Sabetta said lawmakers should make changes to the process, including starting the 90-day clock once the final go-ahead is given.
“Without a time frame dictated for these review processes, the Attorney General and Secretary of State could drag their feet just long enough to ensure there is not enough time for an effort to be successful in making the ballot,” she said.
The signature requirement is 6% of the number of ballots cast in the most recent gubernatorial election, which amounts to 265,744 this time. Typically, a campaign needs to gather at least twice the required number of signatures because a high percentage are ruled invalid — they are duplicates or the signer isn’t a registered voter.
Gathering signatures in Ohio is a ‘unique beast’
It’s a heavy lift that leads many campaigns to hire firms specializing in signature gathering.
“The paid circulator industry is a unique beast. Paid collectors rarely have any attachment to the petition issue and are focused far more on meeting signature goals than educating signers. That is the job they are hired to do, and some do it honestly and ethically,” Sabetta said. “However, paid signature collection has become a necessary part of the ballot initiative process in Ohio. Signature collection requirement numbers are high enough and the time frames are short enough that it is nearly impossible to obtain the requisite number of valid signatures using solely volunteer efforts.”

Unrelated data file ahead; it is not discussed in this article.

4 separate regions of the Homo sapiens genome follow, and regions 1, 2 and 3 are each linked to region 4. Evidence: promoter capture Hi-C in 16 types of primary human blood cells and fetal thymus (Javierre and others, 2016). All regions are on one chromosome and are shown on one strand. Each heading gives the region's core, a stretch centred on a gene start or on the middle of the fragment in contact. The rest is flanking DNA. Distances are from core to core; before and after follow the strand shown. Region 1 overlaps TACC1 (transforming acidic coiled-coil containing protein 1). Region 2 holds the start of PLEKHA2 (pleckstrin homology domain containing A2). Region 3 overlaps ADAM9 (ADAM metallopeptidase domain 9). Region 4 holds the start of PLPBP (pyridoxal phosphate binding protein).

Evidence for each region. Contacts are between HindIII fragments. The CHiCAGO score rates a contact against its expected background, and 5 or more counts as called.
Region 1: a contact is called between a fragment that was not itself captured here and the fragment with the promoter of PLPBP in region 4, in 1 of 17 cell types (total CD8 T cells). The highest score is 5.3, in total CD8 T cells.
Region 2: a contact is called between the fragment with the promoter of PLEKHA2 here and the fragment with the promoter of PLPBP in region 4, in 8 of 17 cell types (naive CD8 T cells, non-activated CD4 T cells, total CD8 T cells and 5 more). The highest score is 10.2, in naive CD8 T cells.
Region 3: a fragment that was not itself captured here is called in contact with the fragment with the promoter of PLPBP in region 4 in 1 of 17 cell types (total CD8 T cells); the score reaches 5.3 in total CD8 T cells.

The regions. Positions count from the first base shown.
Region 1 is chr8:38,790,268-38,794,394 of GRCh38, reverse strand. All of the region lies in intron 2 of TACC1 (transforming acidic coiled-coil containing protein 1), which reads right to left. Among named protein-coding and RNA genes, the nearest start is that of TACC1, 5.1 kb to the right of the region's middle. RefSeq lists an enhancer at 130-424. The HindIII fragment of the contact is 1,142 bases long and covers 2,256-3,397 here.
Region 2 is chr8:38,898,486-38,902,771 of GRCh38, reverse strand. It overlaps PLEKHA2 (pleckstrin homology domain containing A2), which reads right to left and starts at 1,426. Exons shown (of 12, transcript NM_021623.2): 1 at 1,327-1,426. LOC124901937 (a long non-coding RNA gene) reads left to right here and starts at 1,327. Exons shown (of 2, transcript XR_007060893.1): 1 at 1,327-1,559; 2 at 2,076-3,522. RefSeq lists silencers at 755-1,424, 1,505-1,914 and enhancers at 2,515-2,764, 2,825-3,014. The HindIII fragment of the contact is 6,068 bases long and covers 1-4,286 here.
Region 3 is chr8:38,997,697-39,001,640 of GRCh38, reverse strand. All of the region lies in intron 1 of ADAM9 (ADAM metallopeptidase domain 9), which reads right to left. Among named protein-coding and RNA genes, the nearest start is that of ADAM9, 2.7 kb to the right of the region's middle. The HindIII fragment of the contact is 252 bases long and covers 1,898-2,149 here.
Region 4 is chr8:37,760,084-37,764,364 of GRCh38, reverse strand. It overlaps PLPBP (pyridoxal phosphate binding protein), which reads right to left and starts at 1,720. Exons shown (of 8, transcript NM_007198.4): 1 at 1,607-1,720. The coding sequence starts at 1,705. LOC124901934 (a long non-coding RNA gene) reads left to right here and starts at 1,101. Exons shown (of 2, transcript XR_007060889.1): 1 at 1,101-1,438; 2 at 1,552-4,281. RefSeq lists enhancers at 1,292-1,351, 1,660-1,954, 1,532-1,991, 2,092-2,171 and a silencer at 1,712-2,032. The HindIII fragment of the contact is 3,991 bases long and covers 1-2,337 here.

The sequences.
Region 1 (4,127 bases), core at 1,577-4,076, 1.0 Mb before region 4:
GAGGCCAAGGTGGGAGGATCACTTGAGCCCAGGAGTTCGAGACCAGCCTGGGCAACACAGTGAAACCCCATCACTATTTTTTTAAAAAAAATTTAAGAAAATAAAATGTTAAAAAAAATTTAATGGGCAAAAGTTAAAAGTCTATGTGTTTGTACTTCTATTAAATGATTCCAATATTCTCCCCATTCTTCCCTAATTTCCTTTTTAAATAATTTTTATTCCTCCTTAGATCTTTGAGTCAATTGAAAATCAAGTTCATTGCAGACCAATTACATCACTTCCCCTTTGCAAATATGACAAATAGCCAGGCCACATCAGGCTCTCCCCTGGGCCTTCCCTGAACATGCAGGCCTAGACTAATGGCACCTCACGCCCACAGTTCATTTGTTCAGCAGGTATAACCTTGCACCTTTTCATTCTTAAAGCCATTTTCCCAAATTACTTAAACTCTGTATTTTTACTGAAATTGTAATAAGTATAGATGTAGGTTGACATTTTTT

Aside from the fight playing out in TV ads and mailers, each side has deployed to public places such as libraries, farmers markets and football games. Ohioans Against Corporate Bailouts is trying to gather signatures. Ohioans for Energy Security and Generation Now — allies of FirstEnergy Solutions — are discouraging people from signing.
In suburban Columbus last week week during the Democratic presidential debate, operators with “Decline to Sign” t-shirts were working the sidewalks near where an HB6 referendum petition circulator had set up a table.
In court filings and in the media, Ohioans Against Corporate Bailouts allege that the ‘blockers’ on the decline to sign side have harassed and intimidated HB6 petition circulators. The group also said its opponents have tried to bribe and buyout HB6 circulators with offers of $2,500 and a plane ticket out of town.
Sabetta, who is a consultant for Ohio Citizen Action — which supports the referendum, said lawmakers should consider “Outlining an expedited, specific legal process to address harassment and violence from ‘blockers’ hired solely to obstruct the signature collection process could go a long way in reducing this tactic in future campaigns.”
The right to referendum is one method of direct democracy afforded to Ohioans. Citizens can also circulate petitions for constitutional amendments and initiated statutes.
In recent years, Ohio voters have weighed in on big public policy questions on the ballot, including the indoor smoking ban, legalizing casinos, legalizing marijuana, tying minimum wage increases to inflation and banning same sex marriage.
“Direct democracy is healthy for America, and people should be encouraged to continue to practice it,” said Chris Melody Fields Figueredo, director of the Ballot Initiatives Strategy Center, in an opinion column. “While measures people support may not always win, direct democracy does not conflict with the government process and, in many ways, it is another form of checks and balances on lawmakers who don’t have the people’s interests as a priority.”